Comparing a graph of the annual earnings of the PGA money list leader from the mid 1930s through to the present with the Dow Jones Industrial Average for the same time period, he was astonished to find they were practically mirror images. Even more amazingly, he found that the correlation didn't exist in other professional sports. The market synchronicity was unique to golf.
“The market is a wonderful and instant barometer of aggregate social mood, it seems golf is too,” explains Armstrong. While the relationship between the two games isn’t causal, Tiger Woods’ tournament wins don’t push up the indexes or vice versa, the tight relationship between big money golf and the investing world is nonetheless fascinating. Lets take a look at the coolest links.
5’7 and 125 lbs soaking wet, Paul “Little Poison” Runyan may not have won any longest drive contests but he possessed a killer short game. The PGA's first money list topper since they started tracking the stat, Runyan earned $6767 in 1934. But what is truly striking is that had Little Poison taken his winnings and invested it all in the market, twenty years later, forty years later, and even into the 2000s his wealth would have grown to almost the exact amount that each year's leading money winner accumulated. Sixty-six years later it would equal Tiger Woods $9 million and change on-course haul from 2000.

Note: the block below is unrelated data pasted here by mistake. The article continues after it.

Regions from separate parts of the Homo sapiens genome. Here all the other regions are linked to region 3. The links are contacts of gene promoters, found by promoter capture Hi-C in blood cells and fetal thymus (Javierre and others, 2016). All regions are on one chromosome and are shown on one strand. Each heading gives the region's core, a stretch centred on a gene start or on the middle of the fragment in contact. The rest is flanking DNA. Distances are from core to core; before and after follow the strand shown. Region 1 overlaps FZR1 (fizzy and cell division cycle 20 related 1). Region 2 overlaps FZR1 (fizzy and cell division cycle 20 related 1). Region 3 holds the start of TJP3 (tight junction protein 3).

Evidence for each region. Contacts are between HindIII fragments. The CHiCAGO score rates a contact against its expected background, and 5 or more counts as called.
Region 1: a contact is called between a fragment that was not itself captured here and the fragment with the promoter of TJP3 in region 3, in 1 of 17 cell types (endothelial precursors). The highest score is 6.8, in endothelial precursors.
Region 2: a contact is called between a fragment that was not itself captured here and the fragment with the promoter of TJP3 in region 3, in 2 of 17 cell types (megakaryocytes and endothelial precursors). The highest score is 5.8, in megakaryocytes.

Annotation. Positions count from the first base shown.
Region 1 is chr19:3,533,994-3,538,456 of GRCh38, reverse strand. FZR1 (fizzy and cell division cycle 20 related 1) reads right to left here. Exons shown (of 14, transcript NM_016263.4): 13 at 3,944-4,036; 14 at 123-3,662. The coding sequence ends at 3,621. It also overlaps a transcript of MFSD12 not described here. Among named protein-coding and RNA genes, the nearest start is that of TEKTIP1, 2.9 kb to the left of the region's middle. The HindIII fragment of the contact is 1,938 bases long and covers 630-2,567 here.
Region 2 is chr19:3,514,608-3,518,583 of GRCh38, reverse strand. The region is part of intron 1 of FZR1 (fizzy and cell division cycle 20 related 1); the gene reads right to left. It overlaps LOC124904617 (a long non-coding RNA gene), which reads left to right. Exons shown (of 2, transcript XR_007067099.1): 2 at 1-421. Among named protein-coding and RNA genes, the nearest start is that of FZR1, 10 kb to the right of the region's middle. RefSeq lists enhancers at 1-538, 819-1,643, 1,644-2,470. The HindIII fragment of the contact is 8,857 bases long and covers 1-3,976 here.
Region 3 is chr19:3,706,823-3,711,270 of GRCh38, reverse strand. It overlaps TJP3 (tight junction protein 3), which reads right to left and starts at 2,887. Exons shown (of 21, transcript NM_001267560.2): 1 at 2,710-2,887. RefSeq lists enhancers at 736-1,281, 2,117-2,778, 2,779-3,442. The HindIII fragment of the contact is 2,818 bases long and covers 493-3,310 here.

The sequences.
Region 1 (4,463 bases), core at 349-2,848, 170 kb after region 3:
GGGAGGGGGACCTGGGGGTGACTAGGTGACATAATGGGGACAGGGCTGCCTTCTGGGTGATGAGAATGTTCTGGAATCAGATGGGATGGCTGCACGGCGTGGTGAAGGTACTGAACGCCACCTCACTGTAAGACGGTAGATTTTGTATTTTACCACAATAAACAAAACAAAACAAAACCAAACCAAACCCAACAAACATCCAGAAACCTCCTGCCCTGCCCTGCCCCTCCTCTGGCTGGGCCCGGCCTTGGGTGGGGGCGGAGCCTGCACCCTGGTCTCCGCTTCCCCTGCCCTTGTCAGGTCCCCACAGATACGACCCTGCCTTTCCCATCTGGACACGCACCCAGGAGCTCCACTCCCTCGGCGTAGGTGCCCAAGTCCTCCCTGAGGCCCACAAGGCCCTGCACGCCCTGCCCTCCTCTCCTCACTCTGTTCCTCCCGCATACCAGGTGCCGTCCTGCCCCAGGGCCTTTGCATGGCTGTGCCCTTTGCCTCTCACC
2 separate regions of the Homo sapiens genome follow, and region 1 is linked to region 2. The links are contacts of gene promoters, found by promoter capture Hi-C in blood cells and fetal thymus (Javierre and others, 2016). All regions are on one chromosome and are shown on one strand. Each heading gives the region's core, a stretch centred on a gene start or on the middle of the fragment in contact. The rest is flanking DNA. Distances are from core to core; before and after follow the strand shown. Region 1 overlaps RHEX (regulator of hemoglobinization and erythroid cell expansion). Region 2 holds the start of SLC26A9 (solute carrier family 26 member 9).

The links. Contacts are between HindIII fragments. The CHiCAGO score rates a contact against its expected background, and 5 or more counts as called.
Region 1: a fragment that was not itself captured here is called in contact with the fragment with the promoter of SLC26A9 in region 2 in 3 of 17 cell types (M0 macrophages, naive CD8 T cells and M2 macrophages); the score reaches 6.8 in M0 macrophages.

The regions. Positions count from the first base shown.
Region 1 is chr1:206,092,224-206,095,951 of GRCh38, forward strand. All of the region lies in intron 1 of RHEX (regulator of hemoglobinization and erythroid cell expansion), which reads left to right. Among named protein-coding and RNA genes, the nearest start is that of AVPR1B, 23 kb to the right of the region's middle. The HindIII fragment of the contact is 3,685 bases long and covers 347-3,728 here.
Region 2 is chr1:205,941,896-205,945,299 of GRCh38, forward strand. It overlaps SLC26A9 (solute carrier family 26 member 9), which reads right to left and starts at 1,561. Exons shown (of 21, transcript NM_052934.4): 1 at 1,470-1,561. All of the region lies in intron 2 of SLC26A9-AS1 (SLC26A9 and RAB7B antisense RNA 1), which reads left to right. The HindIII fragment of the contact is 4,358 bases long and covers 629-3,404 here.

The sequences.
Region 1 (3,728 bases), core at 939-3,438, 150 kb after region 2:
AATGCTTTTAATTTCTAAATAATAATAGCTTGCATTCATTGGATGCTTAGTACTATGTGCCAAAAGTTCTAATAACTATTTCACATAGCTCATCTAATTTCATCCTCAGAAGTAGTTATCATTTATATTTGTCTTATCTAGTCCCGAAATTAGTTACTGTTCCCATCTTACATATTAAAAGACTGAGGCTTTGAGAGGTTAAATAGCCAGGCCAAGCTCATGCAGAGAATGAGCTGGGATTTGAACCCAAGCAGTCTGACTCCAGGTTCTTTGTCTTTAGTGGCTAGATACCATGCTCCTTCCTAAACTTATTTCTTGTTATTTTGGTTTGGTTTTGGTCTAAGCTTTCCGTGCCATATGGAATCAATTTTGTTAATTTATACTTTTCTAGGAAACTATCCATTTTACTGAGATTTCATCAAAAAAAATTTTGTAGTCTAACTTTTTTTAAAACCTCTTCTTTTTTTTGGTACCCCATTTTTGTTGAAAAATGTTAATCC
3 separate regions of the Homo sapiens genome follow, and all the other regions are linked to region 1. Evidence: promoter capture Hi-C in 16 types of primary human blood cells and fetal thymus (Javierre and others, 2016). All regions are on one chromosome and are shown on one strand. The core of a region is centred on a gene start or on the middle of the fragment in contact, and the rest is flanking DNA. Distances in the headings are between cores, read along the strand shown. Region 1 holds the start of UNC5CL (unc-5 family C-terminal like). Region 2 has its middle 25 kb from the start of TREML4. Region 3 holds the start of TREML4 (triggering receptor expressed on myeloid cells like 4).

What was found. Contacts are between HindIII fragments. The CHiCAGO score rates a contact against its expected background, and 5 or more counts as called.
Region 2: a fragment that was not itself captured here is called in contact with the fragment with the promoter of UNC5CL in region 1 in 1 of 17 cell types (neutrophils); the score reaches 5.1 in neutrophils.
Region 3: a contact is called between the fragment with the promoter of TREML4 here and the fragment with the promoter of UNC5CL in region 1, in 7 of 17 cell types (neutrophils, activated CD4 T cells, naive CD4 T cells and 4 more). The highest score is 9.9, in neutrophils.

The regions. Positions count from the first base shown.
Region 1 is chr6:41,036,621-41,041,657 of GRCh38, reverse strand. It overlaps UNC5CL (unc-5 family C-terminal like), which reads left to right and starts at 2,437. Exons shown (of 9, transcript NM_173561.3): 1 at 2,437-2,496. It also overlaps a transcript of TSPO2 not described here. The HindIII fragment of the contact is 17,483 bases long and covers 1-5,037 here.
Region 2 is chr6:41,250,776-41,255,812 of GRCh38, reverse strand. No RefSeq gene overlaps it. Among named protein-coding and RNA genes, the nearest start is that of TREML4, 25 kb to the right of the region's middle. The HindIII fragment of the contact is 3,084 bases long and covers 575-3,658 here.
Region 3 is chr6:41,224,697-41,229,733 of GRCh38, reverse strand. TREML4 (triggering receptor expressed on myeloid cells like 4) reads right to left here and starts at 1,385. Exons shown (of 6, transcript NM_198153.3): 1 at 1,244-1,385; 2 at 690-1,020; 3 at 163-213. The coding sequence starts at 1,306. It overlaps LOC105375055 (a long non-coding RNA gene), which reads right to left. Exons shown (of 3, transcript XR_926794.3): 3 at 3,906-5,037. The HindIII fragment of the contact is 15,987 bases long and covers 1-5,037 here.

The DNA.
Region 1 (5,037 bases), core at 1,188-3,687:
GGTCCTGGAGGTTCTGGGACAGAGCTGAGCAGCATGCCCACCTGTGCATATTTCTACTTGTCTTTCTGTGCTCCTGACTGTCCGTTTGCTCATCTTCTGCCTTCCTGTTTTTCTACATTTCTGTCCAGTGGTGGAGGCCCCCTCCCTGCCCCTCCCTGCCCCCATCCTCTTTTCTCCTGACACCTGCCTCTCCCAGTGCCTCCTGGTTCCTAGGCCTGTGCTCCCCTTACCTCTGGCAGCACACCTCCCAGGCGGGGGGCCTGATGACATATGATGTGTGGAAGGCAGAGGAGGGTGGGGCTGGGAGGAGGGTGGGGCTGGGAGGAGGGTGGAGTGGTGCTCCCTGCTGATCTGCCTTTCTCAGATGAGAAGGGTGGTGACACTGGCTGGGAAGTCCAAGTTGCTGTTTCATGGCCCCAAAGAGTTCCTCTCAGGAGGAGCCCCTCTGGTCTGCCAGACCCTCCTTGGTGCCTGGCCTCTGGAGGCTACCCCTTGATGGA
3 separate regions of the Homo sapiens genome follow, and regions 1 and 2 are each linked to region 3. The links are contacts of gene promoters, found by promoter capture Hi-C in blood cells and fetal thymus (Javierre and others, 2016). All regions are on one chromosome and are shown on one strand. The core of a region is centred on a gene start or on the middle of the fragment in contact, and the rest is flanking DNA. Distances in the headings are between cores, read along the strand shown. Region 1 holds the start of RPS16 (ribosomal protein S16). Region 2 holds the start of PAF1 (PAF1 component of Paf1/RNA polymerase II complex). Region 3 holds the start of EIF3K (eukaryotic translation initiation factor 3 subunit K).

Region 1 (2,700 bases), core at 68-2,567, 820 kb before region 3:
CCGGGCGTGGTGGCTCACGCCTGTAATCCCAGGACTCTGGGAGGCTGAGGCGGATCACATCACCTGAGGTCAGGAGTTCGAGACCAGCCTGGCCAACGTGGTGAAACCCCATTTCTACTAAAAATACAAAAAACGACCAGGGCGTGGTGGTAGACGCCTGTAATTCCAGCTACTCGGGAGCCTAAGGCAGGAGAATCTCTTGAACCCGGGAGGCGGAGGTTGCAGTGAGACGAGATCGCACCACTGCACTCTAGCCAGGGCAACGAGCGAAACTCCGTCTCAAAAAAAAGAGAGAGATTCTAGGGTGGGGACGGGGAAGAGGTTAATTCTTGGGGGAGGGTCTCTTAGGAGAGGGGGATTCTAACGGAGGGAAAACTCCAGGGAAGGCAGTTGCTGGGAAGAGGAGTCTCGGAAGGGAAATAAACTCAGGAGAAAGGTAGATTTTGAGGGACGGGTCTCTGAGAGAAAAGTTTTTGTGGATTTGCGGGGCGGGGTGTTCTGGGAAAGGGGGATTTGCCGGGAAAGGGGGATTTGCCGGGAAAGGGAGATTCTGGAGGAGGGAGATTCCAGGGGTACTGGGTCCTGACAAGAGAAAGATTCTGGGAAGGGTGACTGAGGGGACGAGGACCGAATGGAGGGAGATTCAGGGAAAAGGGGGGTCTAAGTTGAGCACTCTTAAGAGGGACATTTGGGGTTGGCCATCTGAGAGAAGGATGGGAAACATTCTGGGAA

Boom, Bust, and In the Hole!
TW posted his highest ever golf earnings tally in 2007, winning just shy of $11 million on tour. This zenith was reached right before the world market puttered off the cliff. In a Wall Street Journal story this past March titled “The Dow of Tiger Woods,” writer Matthew Futterman noted that the week Tiger Woods reclaimed the top spot in the World Golf Rankings by scoring his 77th career win at the Arnold Palmer Invitational, the DJIA closed at a new all-time high. The piece included a telling graph, mapping Tiger’s performance against the Dow Jones Industrial Average and noting the “eerie” correlation.
With a few exceptions, the Ryder Cup—the biennial golf grudge match between the US and Europe that has transfixed fans since seed magnate Samuel Ryder paid London silversmiths Mappin & Webb to fashion a trophy for the event—has been consistently won by the side with the stronger stock market. While it's not rocket science why wealthier countries over time foster more elite athletes than poorer nations, what is amazing as Armstrong explores in his book is how closely correlated the relationship continues to be over the past 20 to 30 years when the matches themselves have been such nail biters.
*My above story originally ran in Golf Canada Magazine